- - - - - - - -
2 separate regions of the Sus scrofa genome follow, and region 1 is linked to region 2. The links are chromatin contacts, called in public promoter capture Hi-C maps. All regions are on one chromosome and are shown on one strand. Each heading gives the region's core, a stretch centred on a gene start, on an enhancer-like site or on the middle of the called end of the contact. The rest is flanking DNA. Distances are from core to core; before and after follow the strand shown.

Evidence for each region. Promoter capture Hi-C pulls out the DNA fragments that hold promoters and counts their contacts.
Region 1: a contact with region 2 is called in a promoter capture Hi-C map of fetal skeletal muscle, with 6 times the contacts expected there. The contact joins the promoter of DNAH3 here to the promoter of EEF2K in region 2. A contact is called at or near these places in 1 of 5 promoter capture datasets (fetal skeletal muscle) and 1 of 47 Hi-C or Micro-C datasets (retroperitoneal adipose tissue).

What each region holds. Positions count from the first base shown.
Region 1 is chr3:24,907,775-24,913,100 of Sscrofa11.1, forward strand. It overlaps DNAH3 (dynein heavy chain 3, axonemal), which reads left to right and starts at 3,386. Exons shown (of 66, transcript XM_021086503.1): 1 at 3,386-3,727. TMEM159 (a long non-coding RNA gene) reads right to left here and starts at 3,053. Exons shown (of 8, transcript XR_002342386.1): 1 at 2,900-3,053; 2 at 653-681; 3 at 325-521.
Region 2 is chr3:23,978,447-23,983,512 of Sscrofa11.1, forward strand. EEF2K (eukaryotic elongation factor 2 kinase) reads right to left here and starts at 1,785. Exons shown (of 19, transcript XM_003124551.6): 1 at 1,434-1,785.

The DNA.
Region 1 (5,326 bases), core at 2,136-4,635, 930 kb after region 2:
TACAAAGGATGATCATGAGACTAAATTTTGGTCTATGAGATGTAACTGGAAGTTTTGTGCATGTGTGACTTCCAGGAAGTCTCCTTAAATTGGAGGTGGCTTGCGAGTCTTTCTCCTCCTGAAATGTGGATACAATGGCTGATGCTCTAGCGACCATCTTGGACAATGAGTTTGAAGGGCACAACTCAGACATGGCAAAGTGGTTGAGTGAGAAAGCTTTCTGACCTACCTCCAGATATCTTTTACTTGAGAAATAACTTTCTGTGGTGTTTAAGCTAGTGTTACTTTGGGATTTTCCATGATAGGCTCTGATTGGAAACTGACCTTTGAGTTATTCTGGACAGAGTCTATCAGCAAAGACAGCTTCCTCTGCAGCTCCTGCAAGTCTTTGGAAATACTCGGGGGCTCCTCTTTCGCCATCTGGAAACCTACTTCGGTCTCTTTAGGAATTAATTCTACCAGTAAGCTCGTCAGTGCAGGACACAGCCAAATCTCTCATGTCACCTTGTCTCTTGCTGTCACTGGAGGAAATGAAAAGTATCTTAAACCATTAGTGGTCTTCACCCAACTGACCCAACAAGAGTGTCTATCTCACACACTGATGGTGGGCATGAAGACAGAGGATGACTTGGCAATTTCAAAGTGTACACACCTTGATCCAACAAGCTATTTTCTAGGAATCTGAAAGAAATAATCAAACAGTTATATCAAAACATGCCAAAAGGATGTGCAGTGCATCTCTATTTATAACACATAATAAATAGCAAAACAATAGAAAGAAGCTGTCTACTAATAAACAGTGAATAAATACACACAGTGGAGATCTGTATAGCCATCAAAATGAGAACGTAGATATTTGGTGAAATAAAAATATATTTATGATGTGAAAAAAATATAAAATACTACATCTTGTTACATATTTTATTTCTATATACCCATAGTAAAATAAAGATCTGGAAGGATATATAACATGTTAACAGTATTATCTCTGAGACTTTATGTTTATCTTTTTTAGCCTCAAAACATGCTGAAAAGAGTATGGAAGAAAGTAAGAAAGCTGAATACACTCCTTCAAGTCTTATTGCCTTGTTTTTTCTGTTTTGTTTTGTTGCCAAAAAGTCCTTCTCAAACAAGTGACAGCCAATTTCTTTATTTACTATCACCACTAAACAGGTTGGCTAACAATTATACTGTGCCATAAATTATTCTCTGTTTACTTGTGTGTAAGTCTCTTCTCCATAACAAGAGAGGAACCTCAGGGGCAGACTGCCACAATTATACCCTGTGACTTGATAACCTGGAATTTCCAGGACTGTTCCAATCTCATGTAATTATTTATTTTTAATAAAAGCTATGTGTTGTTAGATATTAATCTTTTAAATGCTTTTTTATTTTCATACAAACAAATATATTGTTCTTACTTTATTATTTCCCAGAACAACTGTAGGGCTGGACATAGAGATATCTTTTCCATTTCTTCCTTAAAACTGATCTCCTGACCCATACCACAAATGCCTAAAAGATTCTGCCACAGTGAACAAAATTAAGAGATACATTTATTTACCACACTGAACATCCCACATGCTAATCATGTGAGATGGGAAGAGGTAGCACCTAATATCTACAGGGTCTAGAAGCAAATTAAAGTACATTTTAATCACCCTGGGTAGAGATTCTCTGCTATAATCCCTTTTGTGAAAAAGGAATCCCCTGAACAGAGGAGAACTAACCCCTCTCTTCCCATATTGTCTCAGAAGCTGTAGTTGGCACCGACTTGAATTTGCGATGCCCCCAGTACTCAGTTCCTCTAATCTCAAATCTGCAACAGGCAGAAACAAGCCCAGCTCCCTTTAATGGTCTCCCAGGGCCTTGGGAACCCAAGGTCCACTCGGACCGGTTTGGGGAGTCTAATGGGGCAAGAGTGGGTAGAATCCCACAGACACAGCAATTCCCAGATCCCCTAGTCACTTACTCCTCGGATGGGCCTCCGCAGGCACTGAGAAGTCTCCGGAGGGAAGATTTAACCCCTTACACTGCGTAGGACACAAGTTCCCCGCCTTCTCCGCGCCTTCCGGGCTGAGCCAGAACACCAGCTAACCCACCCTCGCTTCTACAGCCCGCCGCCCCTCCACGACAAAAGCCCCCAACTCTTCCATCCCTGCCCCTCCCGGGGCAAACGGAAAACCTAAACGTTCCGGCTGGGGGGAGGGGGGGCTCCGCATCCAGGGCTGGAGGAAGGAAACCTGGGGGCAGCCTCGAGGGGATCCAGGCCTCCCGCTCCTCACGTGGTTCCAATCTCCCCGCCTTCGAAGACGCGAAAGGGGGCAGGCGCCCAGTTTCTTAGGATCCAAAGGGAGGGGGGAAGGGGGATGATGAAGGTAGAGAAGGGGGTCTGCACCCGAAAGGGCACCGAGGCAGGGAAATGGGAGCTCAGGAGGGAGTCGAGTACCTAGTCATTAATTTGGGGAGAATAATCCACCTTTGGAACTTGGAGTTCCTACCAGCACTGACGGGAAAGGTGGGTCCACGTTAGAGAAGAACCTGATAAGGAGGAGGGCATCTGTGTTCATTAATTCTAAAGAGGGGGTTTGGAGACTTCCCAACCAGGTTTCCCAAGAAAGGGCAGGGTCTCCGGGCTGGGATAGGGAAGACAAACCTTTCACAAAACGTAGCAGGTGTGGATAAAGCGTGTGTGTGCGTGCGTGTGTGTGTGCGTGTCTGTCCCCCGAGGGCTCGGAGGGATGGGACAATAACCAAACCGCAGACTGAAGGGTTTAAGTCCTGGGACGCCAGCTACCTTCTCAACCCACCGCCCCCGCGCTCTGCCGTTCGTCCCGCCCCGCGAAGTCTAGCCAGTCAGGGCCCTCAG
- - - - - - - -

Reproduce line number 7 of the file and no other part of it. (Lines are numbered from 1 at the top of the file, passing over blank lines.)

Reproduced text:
The DNA.